Le Week-End (2013) Review

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With the collaboration of writer, Hanif Kureishi (Venus, The Mother) and director, Roger Michell (Notting Hill, Changing Lanes), comes a romantic comedy-drama in which a middle-aged couple take to Paris for a weekend to celebrate their anniversary, dealing with the mundane slump they find themselves in and the issues that they are battling with themselves and each other. With a backdrop of the most romantic city in the world, Le Week-End is a coming-of-old-age film, a movie in which love, passion and forgiveness is dealt with as our two characters meet old friends, eat lavish meals and wander through the streets, passing cafes, boutiques and restaurants, as they come to terms with their lives, and contemplate their futures.

Nick and Meg, played by the brilliant British tandem of Jim Broadbent (Harry Potter & The Half Blood Prince) and Lindsay Duncan (Mansfield Park), make their way to Paris for a break. They arrive at a downtrodden and messy hotel which Meg refuses to stay at, and so they, with the reluctance of Nick, find refuge at a beautiful and extravagant hotel in the middle of the city. With arguments, revelations and conversations, Nick and Meg spend their weekend rediscovering themselves and coming to terms with the negative aspects of their thirty-year marriage.

As a story, it’s fairly simple. We witness a single weekend in the life of a couple who are dealing with struggles, and envisioning their life after retirement and their children fleeing the nest. There are few other characters, with the exception of Morgan (Jeff Goldblum), a former university-colleague and friend of Nick’s, who offers a friendly invitation to a party during the film which sees one of the main scenes in which Nick opens up to a table of strangers, his wife, and his inviting old friend. The cast do a great job, and the writing is something I felt was a really strong aspect of the film. The tone changes regularly, with one moment our couple are laughing and sharing spirited memories, and in the next they are quarrelling bitterly, metaphorically biting one another’s heads off.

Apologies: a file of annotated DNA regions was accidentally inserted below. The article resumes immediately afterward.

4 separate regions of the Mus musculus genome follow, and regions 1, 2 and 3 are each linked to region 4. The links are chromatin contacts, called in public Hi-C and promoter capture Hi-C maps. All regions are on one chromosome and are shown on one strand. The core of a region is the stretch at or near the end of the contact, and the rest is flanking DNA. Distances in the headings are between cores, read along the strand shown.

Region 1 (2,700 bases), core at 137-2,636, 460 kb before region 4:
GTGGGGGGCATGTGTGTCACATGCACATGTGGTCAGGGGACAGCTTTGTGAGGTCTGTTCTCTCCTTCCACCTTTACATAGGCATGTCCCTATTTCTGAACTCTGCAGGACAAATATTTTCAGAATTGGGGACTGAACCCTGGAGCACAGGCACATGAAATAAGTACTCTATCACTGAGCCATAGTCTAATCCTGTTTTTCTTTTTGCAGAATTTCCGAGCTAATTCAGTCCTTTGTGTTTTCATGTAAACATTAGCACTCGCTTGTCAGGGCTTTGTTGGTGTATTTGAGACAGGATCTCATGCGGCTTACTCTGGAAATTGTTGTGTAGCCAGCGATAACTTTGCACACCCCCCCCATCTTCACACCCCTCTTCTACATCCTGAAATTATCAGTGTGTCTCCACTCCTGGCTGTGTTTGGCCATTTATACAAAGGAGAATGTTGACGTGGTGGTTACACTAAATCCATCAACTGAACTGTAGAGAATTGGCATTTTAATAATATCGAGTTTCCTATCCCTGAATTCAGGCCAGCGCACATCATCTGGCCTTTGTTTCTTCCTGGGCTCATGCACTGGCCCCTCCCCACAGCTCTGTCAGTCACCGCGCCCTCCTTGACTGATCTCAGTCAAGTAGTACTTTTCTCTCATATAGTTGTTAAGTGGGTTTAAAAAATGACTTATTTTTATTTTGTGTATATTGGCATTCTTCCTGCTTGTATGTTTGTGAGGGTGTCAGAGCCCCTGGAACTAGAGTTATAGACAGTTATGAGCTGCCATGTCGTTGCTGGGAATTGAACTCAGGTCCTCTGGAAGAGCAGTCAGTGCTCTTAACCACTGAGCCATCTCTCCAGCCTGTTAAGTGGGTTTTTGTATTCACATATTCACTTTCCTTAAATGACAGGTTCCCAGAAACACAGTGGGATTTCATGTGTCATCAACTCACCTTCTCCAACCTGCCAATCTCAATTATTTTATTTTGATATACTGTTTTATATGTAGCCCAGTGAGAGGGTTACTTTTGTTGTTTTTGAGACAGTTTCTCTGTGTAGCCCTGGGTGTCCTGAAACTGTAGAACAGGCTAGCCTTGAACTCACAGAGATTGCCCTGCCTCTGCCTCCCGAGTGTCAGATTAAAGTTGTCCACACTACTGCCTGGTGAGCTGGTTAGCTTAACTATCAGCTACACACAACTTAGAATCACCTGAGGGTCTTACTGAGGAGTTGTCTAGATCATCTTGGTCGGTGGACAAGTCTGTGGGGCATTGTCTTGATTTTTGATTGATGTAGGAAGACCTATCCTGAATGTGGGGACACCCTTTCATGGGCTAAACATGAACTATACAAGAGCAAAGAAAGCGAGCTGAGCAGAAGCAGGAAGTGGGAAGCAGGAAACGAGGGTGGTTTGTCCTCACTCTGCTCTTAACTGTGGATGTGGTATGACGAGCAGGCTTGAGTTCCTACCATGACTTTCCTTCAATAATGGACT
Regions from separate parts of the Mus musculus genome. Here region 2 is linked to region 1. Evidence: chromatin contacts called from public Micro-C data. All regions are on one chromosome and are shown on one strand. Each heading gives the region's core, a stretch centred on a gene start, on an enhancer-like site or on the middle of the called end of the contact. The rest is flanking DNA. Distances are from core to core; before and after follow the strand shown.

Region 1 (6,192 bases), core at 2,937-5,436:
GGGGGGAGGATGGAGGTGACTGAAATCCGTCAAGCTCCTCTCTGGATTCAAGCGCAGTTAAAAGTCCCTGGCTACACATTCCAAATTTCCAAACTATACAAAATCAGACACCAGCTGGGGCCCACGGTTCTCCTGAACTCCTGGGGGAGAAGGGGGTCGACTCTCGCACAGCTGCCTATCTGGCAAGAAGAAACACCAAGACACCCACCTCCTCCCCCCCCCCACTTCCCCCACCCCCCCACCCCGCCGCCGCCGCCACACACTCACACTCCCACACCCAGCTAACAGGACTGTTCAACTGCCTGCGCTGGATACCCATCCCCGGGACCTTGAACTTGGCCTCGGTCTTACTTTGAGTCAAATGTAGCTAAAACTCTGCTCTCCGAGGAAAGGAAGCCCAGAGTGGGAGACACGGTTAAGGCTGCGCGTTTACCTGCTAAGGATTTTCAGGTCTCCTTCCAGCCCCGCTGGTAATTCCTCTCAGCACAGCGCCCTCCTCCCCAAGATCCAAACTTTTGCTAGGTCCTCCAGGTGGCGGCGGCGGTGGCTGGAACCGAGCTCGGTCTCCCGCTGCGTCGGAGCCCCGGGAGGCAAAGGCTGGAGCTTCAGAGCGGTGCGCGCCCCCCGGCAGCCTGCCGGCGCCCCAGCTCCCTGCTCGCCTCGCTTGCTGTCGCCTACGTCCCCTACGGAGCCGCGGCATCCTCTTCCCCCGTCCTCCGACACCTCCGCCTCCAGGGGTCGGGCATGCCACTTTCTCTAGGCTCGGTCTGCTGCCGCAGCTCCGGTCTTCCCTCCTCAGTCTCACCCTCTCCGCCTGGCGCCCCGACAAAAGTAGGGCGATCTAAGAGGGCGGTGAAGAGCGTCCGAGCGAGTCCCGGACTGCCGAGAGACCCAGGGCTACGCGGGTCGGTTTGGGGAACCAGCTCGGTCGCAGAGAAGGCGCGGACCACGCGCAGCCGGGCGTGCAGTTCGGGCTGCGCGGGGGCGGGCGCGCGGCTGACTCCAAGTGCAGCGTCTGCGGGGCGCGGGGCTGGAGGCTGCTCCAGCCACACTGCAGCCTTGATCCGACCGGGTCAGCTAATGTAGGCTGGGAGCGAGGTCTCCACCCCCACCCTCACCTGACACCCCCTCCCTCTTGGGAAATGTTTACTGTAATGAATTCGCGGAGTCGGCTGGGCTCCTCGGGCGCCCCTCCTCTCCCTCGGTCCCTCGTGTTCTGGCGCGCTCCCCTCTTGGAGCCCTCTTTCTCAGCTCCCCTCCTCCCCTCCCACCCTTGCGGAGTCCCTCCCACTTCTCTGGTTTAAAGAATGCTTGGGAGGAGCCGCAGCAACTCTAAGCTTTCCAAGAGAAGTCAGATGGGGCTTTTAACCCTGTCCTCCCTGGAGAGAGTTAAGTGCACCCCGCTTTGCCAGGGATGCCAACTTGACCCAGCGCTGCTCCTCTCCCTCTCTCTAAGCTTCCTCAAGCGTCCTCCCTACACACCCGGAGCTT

The setting, obviously, is a major positive for the film, for me anyway. Regardless of cliché or lack of originality that comes with placing a story in the middle of Paris, I still love to see the city used in this way. Providing another world, filled with sparkling lights, bustling avenues and artistic gatherings, Paris is the world in which our characters wish they were a part of as they share their disappointments of not being more successful. I always find myself enchanted by Paris in the movies, and my enjoyment with this movie had a lot to do with that, but beneath the city I still had a lot of fun with Nick and Meg, and the wonderful writing. Broadbent and Duncan have such a convincing chemistry that their love and hate for one-another came across as genuine, and they felt like two people who had spent the last thirty years in one another’s company.

Still, my enjoyment of the film may not be mirrored by everyone. I am a sucker for the setting, and I like the two leads, so I was instantly in a good mood before the film even began. The story is a little simplistic and offers little in terms of deeper meaning. There are moments in which our characters say things to one another that are hurtful and spiteful, but in the next breath they are laughing about it all. This felt a little strange to me, and brought a sense of unrelatability to them. Kureishi’s script, as much as I liked it, was filled with barbs that the characters threw at one another, and so often that they were a little weakened by the regularity in which they occurred.

For those expecting a light, sweet and sugary middle-aged comedy film, this perhaps isn’t for you. This is a much darker and cynical experience that I think many viewers expected it to be, something that drew me, personally, into the story more. It has moments of true brilliance, and times when it lets itself down and mismanages its potential, but overall I felt like it was enjoyable and well worth a watch.

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